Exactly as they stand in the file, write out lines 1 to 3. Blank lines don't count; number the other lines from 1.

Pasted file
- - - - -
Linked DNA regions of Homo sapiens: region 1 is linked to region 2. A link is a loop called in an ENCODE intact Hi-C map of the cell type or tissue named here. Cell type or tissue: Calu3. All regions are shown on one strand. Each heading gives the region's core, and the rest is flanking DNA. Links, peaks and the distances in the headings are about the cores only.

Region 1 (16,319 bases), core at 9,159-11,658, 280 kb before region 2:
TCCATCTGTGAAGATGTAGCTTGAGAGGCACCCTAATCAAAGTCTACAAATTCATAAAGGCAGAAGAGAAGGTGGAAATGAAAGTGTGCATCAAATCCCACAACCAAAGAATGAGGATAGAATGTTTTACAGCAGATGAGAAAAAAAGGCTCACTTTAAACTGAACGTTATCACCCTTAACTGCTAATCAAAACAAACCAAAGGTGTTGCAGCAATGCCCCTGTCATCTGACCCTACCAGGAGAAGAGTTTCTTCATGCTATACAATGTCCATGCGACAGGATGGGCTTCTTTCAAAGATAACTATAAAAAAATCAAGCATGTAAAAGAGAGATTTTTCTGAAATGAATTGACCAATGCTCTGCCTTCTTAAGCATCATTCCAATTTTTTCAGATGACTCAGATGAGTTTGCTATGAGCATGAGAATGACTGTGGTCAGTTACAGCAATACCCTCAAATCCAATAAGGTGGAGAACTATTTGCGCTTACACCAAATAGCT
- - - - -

Linked DNA regions of Homo sapiens: region 1 is linked to region 2. A link is a loop called in an ENCODE intact Hi-C map of the cell type or tissue named here. Cell type or tissue: Calu3. All regions are shown on one strand. Each heading gives the region's core, and the rest is flanking DNA. Links, peaks and the distances in the headings are about the cores only.

Region 1 (16,319 bases), core at 9,159-11,658, 280 kb before region 2:
TCCATCTGTGAAGATGTAGCTTGAGAGGCACCCTAATCAAAGTCTACAAATTCATAAAGGCAGAAGAGAAGGTGGAAATGAAAGTGTGCATCAAATCCCACAACCAAAGAATGAGGATAGAATGTTTTACAGCAGATGAGAAAAAAAGGCTCACTTTAAACTGAACGTTATCACCCTTAACTGCTAATCAAAACAAACCAAAGGTGTTGCAGCAATGCCCCTGTCATCTGACCCTACCAGGAGAAGAGTTTCTTCATGCTATACAATGTCCATGCGACAGGATGGGCTTCTTTCAAAGATAACTATAAAAAAATCAAGCATGTAAAAGAGAGATTTTTCTGAAATGAATTGACCAATGCTCTGCCTTCTTAAGCATCATTCCAATTTTTTCAGATGACTCAGATGAGTTTGCTATGAGCATGAGAATGACTGTGGTCAGTTACAGCAATACCCTCAAATCCAATAAGGTGGAGAACTATTTGCGCTTACACCAAATAGCT